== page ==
Private hospitals can be found in all major cities and are significantly less expensive than in the U.S. For example, private insurance costs up to $250 per person and covers physicals, medicine and hospitalization.

Retire in Brazil – Taxes

All Brazilian residents are required to pay taxes. Income taxes on global income are taxed at a progressive rate that maxes out at 27.5%. In the U.S., depending on how much you earn, you may pay up to 37% of taxes. However, pensions are often taxed differently.

Sales tax in Brazil is up to 17%. This is compared with the U.S. tax rate of 7.25%, so sales taxes are significantly higher in Brazil.

All American citizens must file taxes each year. It is wise to work with a tax professional or other financial professional to ensure that your pension earnings are not taxed in both the U.S. and Brazil.

Retire in Brazil – Safety

From petty theft to violent crime, Brazil has a problem with personal safety, especially in the country’s larger cities such as Rio de Janeiro. According to the Gallup Law and Order 2020 Report, Brazil is a country in which people feel least safe walking alone. Likewise, the U.S. Department of State assessed a critical-threat location for crime. It’s crucial to exercise extreme caution in December and January. During the holiday season, Brazil experiences crime increases because of Brazil’s prison furloughs when prisoners are allowed to leave during the holidays.

So, when visiting or living in Brazil, it is wise to travel with a partner. This is especially true at night. It’s also wise to avoid high-risk areas. Brazil’s neighbors, including Venezuela, Bolivia, Colombia and Guyana, are known for having high crime rates. These crimes do cross borders and include illegal drug trade and personal crime. Therefore, it is advised that people avoid border areas.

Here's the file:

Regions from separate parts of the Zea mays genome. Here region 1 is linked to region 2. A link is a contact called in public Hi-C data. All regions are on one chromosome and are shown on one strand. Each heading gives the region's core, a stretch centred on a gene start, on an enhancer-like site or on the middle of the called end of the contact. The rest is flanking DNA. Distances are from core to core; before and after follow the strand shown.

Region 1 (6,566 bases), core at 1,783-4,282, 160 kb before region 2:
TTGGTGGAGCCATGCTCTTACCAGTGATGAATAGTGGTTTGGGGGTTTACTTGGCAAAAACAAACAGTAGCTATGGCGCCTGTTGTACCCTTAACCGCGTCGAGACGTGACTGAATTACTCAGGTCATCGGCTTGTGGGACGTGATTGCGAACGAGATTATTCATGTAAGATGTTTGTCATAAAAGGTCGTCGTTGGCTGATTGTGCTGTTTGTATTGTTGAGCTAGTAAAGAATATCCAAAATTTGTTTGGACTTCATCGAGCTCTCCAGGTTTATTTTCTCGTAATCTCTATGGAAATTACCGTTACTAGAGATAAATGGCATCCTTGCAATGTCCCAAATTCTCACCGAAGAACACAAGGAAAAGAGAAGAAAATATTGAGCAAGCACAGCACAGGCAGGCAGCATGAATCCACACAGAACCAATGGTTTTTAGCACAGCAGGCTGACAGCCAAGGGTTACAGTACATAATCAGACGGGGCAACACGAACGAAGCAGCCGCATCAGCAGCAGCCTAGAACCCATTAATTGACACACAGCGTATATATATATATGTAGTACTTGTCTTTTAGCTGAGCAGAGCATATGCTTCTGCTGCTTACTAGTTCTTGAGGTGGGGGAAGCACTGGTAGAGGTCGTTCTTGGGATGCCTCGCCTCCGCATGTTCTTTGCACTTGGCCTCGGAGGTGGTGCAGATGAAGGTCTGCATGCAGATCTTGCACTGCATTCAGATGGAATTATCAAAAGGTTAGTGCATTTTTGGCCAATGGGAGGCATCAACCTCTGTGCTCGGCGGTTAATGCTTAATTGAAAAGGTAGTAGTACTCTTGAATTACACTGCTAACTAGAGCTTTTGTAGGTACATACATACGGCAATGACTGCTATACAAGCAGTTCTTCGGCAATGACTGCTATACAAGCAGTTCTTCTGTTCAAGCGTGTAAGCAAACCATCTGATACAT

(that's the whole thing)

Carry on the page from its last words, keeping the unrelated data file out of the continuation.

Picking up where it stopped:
Bottom Line

SmartAsset Guide: How to Retire in Brazil

Brazil is a beautiful country full of people ready to welcome American retirees. Its people are ranked as the 32nd most happy in the world, according to the World Happiness Report. It is much less expensive than the U.S., which helps explain why it is such a popular place for foreigners to retire in. Violent crime is a problem in the largest cities. It is recommended to visit the nation several times before making a final decision to settle down.

Tips to Help You Afford Retirement

  • A financial advisor can help you understand the finer points of relocating, including the tax implications. SmartAsset’s free tool matches you with up to three financial advisors who serve your area, and you can interview your advisor matches at no cost to decide which one is right for you. If you’re ready to find an advisor who can help you achieve your financial goals, get started now.
  • Because Brazil is so inexpensive, you can retire comfortably on a little more than the average Social Security benefit. You can estimate your benefit amount with this Social Security calculator.

Photo credit: ©, ©, ©